Winning By Losing

By Mike Dorf

In my new column on Verdict, I unpack Senator Mitch McConnell's "last-choice" plan for addressing the debt limit impasse and also analyze a few constitutional issues it raises.  (Bottom Line: It's not seriously vulnerable to constitutional challenge.)  Here I want to record some thoughts on the broader strategy of deliberate capitulation.

As I note in the column, the McConnell proposal is basically a complete capitulation to President Obama.  Why would Senator McConnell think it's better to lose completely than to get some sort of compromise that goes some way towards the Republicans' goals of substantial budget cuts--especially when the compromise that Obama was offering essentially met their budget-cutting goals, while containing only relatively modest tax increases?
One possibility is simple political reality.  For their own reasons, many Republican House members are unwilling to raise the debt ceiling at all, or unwilling to do so without what they can sell as a total victory, even though some of those same House Republicans may be willing to accept the political cover that the McConnell proposal gives them--the ability to say that they didn't vote to raise the debt limit.  Of course, that raises the question of why they think the McConnell proposal gives them cover, but let's put that issue aside.  I want to focus on a different possibility.

The other kind of political cover that the McConnell plan provides has been described by Senator McConnell himself.  By effectively giving President Obama everything  he wants on the debt ceiling, Republicans avoid taking "ownership" of a bad economy, going into an election year.  Assuming the factual predicates turn out to be true--an admittedly questionable assumption--this makes quite a bit of sense.  Indeed, it's a little surprising we don't see it more often.  That is, one could imagine a savvy minority political party deliberately going along with some legislative program they oppose so that they can turn around later and blame the majority party for having messed up.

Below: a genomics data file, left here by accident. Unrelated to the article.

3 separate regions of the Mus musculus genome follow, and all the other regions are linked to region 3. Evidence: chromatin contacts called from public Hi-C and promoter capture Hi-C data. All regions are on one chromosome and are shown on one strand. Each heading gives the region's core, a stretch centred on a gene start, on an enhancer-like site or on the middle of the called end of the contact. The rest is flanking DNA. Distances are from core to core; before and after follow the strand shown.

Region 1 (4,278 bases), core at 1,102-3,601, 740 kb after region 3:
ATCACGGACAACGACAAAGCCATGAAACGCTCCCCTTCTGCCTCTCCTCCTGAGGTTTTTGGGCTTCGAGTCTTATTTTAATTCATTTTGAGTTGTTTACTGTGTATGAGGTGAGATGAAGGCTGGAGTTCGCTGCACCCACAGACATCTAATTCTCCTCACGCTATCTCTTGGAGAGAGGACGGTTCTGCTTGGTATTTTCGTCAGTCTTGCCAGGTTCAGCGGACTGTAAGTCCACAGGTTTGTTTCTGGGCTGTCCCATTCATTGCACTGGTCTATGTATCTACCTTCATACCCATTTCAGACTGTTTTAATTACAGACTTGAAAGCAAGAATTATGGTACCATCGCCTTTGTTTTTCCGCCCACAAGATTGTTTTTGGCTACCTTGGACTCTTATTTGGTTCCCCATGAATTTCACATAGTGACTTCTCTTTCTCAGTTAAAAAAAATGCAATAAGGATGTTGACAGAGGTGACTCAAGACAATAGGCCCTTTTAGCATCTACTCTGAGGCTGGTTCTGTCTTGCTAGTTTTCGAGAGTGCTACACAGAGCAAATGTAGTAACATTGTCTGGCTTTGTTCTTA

We don't see this approach very often in part because there's a political price to pay.  Ideological party loyalists would not want to see their representatives voting for programs they deem anathema.  Centrist voters might be fooled by the minority party's apparent willingness to cooperate (independents like that sort of "bipartisanship"), but there's an even better way to appeal to centrists: Obstruct the majority party so that they don't get to do what they want, then pretend that they did, and then blame them.

This is basically what happened on the stimulus in 2009.  Keynesian economists were warning that the stimulus Congress passed would do some good but was too small to really jump-start the economy in a sustainable way.  And they were right.  So the right and center-right did everything they could to minimize the size of the stimulus--out of a combination of sincere but misplaced fears about the budget and political cynicism.  Now they routinely refer to the "failed stimulus," even though a real stimulus wasn't tried.  President Obama played into their hands by shaving down his requested stimulus from the get-go, so that he can't come back now and say something like "I wanted a much bigger stimulus."

So judged against the recent political strategy of obstruction-plus-finger-pointing, the new strategy of capitulate-then-blame is refreshingly honest.  Two cheers for Senator McConnell!